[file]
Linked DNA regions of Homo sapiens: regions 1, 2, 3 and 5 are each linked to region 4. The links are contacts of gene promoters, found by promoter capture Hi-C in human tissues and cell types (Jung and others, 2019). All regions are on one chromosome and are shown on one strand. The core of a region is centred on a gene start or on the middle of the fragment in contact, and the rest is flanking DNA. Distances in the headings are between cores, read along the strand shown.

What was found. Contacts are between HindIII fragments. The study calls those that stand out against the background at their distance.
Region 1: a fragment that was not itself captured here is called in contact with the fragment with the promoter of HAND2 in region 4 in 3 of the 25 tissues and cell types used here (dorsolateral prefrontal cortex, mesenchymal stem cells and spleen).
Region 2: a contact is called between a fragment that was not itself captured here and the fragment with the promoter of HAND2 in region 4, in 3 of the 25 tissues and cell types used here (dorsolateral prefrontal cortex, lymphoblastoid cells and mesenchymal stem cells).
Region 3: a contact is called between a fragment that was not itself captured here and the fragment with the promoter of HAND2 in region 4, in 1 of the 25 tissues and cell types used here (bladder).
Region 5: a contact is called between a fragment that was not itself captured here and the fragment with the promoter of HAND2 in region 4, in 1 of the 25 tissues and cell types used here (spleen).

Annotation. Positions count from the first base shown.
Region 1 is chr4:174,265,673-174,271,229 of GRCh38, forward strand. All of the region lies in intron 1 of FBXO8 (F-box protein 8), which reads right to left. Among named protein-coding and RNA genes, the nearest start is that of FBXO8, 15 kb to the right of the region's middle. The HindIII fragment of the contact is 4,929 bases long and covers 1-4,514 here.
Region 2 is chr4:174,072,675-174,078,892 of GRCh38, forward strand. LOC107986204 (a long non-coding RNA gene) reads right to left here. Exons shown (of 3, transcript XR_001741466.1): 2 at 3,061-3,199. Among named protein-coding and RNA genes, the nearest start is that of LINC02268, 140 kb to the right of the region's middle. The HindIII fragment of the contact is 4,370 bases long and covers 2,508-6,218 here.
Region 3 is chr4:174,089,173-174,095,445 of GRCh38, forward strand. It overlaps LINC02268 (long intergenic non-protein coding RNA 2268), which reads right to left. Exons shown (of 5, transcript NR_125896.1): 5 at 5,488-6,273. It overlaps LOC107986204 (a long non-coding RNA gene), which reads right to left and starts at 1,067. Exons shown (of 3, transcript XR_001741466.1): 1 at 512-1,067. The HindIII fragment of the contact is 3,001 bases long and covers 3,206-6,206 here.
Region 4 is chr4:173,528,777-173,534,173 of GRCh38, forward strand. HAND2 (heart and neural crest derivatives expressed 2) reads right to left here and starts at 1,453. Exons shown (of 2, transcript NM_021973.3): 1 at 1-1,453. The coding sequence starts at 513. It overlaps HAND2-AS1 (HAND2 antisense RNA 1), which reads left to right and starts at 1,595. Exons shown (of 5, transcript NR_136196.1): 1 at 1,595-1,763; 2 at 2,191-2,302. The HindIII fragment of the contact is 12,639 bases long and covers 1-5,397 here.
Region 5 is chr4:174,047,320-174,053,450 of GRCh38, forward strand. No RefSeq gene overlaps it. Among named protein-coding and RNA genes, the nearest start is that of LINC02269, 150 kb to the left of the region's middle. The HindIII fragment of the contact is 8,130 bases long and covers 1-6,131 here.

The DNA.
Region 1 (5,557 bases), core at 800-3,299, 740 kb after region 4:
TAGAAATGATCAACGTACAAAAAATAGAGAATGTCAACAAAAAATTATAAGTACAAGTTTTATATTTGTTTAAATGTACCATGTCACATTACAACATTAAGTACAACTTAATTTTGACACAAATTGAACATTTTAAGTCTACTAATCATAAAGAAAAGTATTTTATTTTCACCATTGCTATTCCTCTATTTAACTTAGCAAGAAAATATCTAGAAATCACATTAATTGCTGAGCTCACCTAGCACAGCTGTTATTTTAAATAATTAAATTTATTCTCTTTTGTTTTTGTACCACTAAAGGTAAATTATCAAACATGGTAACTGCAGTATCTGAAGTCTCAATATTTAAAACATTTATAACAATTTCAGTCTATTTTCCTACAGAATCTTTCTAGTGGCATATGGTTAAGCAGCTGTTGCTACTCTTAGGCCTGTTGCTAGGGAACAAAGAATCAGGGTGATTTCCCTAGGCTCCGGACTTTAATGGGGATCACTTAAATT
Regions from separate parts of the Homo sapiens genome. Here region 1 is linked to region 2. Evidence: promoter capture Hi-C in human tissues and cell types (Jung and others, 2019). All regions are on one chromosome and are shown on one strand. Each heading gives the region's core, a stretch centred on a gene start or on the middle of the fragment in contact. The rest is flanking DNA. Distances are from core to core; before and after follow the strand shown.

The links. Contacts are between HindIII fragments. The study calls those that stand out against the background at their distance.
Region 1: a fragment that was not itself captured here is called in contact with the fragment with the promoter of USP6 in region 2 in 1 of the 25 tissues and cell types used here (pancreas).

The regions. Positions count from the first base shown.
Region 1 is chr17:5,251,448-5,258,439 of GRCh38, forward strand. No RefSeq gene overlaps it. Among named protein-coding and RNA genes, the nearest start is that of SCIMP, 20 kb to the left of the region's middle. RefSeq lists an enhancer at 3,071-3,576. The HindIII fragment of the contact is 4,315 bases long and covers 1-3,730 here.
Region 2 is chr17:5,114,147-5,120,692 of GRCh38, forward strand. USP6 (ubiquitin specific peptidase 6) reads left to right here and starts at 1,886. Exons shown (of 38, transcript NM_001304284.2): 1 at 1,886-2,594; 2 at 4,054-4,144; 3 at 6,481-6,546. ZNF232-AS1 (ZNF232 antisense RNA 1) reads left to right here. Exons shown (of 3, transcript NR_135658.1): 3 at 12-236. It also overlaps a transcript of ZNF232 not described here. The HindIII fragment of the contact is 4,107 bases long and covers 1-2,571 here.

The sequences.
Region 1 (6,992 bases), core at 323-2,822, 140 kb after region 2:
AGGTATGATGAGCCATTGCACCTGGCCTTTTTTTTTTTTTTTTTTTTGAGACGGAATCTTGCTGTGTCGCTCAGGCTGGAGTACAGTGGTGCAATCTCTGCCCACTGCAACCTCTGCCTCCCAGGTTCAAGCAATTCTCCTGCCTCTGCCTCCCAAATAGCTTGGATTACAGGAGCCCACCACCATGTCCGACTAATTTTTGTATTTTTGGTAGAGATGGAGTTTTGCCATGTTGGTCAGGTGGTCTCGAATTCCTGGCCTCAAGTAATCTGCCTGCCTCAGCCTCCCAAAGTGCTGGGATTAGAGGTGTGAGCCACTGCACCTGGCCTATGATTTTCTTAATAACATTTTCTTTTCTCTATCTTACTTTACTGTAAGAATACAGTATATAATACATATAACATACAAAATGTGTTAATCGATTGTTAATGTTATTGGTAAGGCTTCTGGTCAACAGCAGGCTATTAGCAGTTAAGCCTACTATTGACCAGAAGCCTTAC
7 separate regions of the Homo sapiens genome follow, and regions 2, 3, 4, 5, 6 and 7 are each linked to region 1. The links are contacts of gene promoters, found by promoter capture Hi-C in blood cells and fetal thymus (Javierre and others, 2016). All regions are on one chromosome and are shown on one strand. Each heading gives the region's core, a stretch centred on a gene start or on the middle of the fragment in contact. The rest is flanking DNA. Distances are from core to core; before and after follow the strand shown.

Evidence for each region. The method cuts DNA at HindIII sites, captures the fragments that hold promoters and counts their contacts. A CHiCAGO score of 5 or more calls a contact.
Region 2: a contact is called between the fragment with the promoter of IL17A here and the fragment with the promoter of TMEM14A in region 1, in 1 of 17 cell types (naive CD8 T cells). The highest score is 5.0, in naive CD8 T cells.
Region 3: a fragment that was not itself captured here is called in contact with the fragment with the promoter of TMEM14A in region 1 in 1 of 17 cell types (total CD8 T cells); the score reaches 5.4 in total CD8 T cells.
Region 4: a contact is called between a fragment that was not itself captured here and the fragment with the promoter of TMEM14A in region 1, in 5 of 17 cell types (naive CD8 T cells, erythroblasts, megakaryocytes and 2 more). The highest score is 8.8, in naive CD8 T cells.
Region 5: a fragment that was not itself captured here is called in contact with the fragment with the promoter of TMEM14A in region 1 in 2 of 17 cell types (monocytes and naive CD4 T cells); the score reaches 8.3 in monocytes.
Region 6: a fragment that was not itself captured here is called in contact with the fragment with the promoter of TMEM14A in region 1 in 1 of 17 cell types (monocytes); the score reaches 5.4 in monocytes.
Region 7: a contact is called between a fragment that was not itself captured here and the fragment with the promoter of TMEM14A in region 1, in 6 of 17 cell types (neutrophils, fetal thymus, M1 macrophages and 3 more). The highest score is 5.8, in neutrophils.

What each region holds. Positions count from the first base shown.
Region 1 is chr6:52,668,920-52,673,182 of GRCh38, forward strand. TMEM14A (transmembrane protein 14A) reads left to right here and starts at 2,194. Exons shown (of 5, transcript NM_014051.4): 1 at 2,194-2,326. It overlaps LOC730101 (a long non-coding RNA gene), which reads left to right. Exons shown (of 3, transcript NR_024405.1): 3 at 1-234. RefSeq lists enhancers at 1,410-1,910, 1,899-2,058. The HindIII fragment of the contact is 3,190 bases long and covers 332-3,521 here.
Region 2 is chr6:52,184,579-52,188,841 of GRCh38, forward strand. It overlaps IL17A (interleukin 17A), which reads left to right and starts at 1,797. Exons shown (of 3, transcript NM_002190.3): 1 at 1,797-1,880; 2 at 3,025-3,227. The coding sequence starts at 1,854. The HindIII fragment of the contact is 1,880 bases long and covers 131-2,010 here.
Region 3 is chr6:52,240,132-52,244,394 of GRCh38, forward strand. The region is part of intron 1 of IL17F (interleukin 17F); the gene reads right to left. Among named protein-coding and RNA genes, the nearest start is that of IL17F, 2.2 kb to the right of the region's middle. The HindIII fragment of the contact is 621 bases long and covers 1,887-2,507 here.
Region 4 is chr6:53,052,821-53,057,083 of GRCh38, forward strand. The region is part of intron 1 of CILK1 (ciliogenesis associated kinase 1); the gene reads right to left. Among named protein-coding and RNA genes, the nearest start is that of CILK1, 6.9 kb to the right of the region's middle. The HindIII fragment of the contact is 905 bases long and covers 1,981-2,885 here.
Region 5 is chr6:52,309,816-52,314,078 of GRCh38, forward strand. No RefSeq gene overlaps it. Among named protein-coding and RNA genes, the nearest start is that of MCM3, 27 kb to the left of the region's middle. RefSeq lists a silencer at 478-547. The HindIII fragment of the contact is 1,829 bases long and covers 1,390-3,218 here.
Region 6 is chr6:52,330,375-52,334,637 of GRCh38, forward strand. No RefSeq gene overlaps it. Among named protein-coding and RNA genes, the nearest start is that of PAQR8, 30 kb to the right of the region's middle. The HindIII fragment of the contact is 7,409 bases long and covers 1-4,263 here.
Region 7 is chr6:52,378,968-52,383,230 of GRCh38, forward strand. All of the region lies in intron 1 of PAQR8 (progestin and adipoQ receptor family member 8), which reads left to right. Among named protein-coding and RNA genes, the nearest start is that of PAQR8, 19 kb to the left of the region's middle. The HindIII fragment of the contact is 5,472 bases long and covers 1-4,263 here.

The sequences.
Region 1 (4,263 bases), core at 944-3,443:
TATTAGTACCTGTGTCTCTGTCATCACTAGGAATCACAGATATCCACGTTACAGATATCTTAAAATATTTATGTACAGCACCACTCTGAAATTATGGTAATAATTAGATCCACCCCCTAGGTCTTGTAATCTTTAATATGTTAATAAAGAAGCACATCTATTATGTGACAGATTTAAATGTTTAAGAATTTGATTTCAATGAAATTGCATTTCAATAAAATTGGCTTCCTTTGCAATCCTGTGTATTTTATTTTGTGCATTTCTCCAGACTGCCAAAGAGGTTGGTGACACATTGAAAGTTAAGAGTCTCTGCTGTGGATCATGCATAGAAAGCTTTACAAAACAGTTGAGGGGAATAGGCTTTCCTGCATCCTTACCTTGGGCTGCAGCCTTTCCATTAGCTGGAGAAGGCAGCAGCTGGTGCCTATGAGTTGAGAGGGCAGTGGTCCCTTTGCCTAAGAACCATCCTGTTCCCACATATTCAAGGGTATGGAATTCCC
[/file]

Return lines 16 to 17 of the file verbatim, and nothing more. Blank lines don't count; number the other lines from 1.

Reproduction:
Regions from separate parts of the Homo sapiens genome. Here region 1 is linked to region 2. Evidence: promoter capture Hi-C in human tissues and cell types (Jung and others, 2019). All regions are on one chromosome and are shown on one strand. Each heading gives the region's core, a stretch centred on a gene start or on the middle of the fragment in contact. The rest is flanking DNA. Distances are from core to core; before and after follow the strand shown.

The links. Contacts are between HindIII fragments. The study calls those that stand out against the background at their distance.